John Derian Paperweight, Nautilus Shell
The word decoupage comes from French "decouper", meaning to cut out - and can be described as the art of cutting and pasting cutouts to simulate painting on a wood, metal, or glass surface. Usually after the cutouts have been arranged and pasted, they are then varnished multiple times to create a lacquered effect.
While based on folk eastern traditions, decoupage as a hobby originated in France in the 17th century and was used to decorate bookcases, cabinets, and other pieces of furniture. It spread throughout Europe and became all the rage especially in Italian, French and English Courts. Graceful, charming, and colourful designs, cut from pictures printed expressly for this purpose, were applied to fans, screens, and toilet articles. In the 19th century, peep shows, miniature vistas viewed through a small opening, were constructed of decoupage.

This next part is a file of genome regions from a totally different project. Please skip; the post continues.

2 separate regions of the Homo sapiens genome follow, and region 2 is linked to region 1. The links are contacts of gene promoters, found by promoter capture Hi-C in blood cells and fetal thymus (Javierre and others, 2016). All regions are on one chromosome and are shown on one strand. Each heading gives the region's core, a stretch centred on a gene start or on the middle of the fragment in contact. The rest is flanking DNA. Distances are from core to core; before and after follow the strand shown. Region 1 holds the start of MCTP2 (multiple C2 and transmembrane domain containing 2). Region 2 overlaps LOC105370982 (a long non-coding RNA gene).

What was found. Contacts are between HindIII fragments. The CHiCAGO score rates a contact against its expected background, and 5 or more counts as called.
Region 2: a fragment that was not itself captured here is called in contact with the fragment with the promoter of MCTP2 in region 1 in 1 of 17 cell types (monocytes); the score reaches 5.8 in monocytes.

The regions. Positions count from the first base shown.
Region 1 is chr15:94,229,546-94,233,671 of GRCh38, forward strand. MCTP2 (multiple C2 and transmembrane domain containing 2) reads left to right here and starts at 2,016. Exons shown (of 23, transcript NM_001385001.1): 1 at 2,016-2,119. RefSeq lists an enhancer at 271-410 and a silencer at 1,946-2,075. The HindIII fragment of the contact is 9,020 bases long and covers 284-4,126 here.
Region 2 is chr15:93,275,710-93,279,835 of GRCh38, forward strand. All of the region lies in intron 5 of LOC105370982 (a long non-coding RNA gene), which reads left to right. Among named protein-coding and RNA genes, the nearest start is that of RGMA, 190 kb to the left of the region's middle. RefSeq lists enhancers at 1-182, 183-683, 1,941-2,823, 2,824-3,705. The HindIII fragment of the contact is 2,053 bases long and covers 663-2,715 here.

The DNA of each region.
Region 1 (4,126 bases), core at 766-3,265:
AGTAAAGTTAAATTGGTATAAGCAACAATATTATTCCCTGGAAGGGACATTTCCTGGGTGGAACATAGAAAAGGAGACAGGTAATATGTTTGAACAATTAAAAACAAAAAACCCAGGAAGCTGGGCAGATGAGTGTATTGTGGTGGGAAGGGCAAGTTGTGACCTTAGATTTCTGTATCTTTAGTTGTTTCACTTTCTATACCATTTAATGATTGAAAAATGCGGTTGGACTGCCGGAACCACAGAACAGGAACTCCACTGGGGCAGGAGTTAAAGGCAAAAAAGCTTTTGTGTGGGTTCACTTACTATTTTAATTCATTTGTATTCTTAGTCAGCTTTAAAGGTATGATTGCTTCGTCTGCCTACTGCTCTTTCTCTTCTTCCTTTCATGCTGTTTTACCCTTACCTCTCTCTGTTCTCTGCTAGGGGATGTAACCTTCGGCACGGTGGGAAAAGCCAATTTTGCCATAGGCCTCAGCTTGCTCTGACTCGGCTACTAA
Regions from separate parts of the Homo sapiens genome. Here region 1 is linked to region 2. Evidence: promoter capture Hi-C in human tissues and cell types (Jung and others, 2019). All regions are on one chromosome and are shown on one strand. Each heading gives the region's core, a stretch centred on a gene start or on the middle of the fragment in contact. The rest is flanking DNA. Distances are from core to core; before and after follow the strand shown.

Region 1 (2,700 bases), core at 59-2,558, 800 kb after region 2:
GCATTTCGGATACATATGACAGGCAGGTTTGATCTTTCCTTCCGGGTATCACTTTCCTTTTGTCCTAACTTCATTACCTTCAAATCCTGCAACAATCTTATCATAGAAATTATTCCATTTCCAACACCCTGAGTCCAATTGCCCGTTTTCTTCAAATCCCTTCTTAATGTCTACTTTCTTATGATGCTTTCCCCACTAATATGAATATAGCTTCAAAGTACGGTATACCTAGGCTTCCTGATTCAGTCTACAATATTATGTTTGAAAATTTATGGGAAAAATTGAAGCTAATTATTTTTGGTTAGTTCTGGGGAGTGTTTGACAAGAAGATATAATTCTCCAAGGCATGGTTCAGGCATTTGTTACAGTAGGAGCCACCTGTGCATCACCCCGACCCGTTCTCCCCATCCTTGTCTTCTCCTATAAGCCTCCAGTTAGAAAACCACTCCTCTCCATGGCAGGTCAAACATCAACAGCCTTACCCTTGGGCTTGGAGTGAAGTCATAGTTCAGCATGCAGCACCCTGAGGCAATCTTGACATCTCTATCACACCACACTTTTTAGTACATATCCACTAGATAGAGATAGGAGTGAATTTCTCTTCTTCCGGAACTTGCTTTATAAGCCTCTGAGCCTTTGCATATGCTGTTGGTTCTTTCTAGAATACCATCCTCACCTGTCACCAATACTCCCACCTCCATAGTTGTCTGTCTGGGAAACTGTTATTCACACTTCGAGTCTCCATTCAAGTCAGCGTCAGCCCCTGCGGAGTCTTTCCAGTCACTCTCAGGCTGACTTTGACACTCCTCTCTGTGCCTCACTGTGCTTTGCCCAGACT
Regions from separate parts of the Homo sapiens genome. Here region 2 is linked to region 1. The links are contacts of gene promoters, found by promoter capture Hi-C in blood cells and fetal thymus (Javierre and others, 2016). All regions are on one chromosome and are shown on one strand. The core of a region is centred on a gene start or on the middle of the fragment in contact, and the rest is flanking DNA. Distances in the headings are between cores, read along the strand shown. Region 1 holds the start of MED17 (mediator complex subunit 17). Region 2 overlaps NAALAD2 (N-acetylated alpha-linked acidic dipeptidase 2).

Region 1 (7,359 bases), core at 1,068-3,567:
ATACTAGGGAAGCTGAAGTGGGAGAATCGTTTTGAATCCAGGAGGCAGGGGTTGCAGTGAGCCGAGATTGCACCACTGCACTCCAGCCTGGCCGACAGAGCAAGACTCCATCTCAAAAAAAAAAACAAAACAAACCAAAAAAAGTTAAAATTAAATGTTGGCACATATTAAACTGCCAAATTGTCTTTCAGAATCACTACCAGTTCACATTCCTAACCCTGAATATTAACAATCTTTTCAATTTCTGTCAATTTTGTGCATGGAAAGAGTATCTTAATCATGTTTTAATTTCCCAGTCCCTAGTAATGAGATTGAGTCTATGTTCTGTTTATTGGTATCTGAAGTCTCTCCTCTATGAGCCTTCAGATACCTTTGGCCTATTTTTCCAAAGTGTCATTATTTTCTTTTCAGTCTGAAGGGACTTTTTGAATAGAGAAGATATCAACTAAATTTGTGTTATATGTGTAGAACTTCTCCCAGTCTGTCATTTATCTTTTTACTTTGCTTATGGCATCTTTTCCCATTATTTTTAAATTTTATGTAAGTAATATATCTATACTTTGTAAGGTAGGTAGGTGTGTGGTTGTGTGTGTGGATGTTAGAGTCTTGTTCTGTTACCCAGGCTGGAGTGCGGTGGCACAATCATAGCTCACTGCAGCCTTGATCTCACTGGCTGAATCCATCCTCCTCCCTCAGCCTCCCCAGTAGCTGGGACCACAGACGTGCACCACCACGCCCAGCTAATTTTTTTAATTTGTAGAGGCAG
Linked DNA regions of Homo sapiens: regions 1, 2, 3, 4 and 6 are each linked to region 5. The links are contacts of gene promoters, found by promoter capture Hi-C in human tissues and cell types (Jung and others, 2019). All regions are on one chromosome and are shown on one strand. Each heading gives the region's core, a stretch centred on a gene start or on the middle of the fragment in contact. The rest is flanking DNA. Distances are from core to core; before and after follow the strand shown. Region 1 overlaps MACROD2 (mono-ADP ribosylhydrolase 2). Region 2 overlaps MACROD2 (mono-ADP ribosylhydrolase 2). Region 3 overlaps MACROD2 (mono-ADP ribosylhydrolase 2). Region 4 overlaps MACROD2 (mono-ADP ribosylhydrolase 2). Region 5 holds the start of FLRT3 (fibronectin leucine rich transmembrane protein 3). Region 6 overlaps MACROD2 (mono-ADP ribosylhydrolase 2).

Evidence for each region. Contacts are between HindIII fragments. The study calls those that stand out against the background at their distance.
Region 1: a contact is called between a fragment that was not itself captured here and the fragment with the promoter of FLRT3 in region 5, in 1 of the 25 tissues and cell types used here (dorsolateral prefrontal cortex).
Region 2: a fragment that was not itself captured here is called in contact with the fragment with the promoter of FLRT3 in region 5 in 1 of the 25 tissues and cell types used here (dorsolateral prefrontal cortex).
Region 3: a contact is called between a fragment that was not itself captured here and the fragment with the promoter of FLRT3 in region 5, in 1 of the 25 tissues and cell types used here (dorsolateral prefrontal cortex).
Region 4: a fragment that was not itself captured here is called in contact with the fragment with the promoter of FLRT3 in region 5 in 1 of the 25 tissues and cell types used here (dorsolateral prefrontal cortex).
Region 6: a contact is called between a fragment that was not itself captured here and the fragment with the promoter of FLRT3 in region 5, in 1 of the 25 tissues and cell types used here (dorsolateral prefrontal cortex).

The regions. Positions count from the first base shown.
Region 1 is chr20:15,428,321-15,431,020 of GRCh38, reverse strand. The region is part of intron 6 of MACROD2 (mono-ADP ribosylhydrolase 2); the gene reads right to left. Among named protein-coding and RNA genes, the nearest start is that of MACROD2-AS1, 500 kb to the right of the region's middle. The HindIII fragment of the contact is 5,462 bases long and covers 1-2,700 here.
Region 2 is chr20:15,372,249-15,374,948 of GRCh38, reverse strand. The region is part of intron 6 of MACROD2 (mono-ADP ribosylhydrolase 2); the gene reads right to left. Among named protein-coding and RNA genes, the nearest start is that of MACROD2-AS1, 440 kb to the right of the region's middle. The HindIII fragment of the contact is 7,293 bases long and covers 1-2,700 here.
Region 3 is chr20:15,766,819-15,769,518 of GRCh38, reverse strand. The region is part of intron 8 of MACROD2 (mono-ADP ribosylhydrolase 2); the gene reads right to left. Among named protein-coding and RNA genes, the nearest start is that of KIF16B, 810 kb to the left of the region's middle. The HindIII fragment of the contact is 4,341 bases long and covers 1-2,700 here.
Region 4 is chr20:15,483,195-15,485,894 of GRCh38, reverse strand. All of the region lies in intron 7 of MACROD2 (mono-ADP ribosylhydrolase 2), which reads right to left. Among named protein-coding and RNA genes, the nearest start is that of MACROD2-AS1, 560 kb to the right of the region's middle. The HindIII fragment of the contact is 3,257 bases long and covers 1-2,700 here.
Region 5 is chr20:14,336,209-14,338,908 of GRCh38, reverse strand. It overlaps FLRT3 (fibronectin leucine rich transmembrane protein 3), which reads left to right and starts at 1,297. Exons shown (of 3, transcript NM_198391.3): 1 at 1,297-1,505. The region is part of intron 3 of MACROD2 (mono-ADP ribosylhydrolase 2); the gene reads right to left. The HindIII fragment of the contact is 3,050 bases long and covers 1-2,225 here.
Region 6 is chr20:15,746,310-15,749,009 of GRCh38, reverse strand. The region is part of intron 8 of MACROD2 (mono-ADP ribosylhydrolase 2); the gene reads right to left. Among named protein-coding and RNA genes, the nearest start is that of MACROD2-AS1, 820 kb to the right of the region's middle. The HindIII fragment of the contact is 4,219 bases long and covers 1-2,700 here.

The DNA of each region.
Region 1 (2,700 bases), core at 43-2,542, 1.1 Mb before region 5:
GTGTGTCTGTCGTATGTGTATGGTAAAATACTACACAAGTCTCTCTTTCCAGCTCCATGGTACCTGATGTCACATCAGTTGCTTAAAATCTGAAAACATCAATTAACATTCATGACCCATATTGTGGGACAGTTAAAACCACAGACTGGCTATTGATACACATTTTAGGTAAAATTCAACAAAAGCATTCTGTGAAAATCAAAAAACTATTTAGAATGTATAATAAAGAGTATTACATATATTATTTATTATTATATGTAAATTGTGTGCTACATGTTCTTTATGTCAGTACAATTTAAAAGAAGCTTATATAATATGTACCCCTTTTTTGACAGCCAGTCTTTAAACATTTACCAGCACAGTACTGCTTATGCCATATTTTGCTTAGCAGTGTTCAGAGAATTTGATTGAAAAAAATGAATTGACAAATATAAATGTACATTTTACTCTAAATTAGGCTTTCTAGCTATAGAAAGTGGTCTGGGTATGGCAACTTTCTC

In the here and now, New York designer, John Derian through his love for paper and ephemera delves in his vast archive of 18th and 19th century prints to create his decoupaged goods. Together with a small team of artisans, these are produced in his studio in New York City by hand.
Care: Do not immerse in water, wipe clean.
Ø 8.89cm, height 3.8cm